But she has had it since her mid-20s and now her parents, in their 60s and unaffected by arthritis, do her heavy shopping for her.
Ms Smith was diagnosed with psoriasis in her early-20s and with psoriatic arthritis a few years later.
Like psoriasis, it is a long-term condition that can get worse with time. If it is diagnosed and treated, however, the progression can be slowed down.
Psoriatic arthritis affects several of Ms Smith’s joints, including her neck, feet and hands, as well as her back.
Taking medication, she has been able to continue her employment as a social worker, with some adjustments, but finds that her condition has impacted “every aspect of her life” since she was in her 20s.
“It affects you socially, because a lot of people with psoriatic arthritis experience chronic fatigue,” she said.
“So although I was young, I felt a lot older. If my friends were organising a weekend away or whatever, instead of looking forward to that I would be worried about where I was going to be when I was away, sleeping in a different bed, just the day-to-day things that people don't think about ordinarily, especially at that age.”
Ms Smith feels as though she has to “justify” her illness as people expect it to only appear in older people.
"People would say ‘you’re too young for arthritis’ or ‘you don't look unwell’, those kind of comments,” she said.
“You always feel like you have to justify your own illness.”
She added: “At 40 I still feel young, but there’s a lot of things … my parents do heavy shopping for me, just because doing that can make me sore the next day.
“You don't really know how it's going to affect you, so you have to pace yourself with things like cleaning your house. If I do that all in one day, the next day I can be sore.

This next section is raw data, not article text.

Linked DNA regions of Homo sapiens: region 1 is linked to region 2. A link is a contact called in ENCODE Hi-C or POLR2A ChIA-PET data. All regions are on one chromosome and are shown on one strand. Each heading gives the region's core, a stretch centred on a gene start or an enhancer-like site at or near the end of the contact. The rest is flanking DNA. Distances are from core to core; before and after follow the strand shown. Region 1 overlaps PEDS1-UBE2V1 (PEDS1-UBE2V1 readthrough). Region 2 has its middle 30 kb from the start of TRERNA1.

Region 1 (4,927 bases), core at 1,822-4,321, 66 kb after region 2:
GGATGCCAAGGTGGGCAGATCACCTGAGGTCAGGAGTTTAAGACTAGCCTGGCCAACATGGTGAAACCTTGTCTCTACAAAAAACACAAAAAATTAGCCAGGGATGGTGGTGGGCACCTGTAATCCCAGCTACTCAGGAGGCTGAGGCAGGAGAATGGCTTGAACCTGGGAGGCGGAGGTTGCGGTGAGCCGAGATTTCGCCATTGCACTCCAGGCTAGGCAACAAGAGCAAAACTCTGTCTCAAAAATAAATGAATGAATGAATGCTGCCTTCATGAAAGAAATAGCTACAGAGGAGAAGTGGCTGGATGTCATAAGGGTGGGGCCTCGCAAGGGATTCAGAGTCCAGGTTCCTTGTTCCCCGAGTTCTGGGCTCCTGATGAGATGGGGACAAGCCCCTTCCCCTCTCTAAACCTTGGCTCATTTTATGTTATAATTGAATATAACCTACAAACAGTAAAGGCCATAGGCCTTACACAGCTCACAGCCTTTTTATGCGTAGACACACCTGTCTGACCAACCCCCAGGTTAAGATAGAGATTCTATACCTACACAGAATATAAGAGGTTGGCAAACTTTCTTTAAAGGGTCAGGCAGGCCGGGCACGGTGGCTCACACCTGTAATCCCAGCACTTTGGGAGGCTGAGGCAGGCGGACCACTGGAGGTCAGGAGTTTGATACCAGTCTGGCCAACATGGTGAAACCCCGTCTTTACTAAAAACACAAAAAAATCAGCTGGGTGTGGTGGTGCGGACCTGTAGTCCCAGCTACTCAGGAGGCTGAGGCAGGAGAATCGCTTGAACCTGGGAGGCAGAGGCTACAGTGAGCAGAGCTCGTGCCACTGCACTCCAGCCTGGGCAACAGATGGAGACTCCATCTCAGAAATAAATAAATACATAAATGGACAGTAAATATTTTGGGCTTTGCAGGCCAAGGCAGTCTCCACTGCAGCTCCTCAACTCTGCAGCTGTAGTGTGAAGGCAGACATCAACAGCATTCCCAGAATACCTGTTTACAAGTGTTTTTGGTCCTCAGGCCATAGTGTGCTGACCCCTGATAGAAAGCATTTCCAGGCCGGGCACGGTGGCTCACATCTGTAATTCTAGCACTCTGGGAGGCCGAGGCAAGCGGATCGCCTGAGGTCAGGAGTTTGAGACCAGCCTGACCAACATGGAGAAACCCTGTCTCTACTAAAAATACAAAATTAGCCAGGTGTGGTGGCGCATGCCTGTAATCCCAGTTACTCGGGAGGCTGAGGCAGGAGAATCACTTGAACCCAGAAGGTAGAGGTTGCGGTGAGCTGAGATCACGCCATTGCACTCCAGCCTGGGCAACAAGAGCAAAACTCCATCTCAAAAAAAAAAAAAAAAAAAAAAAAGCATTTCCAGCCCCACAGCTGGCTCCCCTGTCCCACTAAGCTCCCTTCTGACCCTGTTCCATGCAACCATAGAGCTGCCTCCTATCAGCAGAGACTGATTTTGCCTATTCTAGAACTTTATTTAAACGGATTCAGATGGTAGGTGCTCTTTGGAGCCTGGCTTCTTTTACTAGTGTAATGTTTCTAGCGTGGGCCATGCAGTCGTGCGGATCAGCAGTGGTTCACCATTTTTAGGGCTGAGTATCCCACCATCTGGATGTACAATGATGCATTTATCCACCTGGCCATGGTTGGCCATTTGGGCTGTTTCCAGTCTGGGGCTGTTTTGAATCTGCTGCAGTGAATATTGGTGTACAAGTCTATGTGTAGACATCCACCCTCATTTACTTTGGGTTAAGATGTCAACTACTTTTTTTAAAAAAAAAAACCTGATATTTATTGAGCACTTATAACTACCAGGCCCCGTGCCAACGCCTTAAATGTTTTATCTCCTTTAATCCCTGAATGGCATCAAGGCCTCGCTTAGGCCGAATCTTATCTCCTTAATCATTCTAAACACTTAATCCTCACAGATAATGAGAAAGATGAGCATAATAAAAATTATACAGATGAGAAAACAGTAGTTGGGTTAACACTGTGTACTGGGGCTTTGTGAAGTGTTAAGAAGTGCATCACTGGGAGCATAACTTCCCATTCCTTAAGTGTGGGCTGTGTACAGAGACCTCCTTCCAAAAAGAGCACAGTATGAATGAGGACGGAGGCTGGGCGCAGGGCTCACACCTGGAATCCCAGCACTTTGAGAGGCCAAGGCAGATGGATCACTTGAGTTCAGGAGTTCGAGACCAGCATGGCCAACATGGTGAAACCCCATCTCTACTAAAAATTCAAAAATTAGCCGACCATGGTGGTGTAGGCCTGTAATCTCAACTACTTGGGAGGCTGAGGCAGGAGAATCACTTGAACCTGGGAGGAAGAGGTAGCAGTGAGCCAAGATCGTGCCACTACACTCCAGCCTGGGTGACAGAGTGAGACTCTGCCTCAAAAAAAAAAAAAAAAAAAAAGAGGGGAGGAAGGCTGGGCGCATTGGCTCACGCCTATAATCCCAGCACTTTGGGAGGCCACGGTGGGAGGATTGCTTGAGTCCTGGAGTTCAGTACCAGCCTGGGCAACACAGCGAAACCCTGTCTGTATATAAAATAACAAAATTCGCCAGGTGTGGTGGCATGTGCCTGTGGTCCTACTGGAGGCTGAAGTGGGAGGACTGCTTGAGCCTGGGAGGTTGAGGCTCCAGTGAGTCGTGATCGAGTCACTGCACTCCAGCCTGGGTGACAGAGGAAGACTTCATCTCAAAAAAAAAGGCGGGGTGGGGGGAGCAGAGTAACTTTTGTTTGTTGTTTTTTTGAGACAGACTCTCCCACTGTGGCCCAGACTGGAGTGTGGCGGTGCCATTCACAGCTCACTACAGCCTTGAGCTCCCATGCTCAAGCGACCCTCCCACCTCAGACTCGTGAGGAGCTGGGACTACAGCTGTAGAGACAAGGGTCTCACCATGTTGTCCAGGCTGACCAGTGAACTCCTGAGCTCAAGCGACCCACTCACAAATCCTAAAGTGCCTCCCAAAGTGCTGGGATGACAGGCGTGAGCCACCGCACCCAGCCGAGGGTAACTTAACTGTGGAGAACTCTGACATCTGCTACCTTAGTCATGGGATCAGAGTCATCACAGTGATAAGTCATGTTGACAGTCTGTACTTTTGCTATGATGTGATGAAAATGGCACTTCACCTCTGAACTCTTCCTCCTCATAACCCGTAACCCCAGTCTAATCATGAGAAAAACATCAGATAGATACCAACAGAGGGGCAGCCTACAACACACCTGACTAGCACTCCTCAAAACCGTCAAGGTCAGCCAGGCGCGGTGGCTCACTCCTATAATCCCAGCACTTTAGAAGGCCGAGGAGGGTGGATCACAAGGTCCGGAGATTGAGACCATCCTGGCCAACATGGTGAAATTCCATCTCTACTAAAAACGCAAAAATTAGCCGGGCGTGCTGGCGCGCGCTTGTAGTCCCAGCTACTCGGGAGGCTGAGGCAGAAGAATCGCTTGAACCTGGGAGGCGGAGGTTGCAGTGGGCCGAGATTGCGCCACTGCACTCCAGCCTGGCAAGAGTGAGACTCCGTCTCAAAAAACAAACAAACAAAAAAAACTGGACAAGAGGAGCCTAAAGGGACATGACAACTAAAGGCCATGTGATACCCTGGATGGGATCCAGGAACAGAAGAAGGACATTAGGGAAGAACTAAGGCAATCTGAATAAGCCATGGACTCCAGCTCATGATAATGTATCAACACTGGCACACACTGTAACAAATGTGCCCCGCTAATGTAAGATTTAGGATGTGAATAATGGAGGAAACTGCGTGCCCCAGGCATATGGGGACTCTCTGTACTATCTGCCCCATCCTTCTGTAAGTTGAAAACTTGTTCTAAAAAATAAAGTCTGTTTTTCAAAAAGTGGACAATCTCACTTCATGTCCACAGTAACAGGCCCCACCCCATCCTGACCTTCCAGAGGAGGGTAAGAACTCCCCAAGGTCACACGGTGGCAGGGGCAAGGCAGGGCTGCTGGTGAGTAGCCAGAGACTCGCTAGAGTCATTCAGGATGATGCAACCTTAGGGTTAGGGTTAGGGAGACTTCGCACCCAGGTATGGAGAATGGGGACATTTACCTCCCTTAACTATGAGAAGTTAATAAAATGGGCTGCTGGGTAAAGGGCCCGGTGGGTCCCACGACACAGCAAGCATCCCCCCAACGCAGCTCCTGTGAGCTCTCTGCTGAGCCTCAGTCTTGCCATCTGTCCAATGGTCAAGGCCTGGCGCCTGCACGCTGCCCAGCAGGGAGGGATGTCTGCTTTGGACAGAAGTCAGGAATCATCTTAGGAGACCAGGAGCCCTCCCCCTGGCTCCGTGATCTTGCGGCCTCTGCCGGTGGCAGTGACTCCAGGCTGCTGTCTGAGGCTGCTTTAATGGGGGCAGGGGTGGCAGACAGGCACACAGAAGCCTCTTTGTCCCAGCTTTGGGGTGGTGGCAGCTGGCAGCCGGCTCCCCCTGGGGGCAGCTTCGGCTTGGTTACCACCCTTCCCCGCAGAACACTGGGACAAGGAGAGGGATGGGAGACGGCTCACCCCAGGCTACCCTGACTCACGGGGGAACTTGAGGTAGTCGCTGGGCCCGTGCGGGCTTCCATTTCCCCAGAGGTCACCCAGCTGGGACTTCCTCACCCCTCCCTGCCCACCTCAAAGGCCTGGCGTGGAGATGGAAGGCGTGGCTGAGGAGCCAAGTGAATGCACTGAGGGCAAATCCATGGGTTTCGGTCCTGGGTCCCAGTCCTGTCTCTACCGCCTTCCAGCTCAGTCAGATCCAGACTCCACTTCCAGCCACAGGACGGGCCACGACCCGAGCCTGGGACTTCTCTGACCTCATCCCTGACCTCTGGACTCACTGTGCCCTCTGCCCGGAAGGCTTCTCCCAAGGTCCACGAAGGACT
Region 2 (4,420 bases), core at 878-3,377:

"You have to take it into account in a lot of aspects of your daily life that other people just do without thinking.”
Ms Smith would like more people to be aware that arthritis can affect younger people.
“It is quite a common assumption that it is older people that get arthritis, people don’t understand it,” she said.
“It’s definitely seen as an older person's disease, so there’s a challenge of debunking that myth. It does affect younger people. “
The Scottish Medicines Consortium recently approved the first selective subunit inhibitor for NHS psoriatic arthritis treatment, guselkumab, made by Johnson & Johnson’s Janssen.
Professor Iain McInnes, a professor of rheumatology at Glasgow University, welcomed the approval.
“Psoriatic arthritis is a life-long disease that can have a negative impact on a person physically and mentally, and can carry a burden for the individuals with the disease, their families and society,” he said.
"At present, we do not have a sufficient number of medicines with different modes of action to manage this life-long disease effectively.”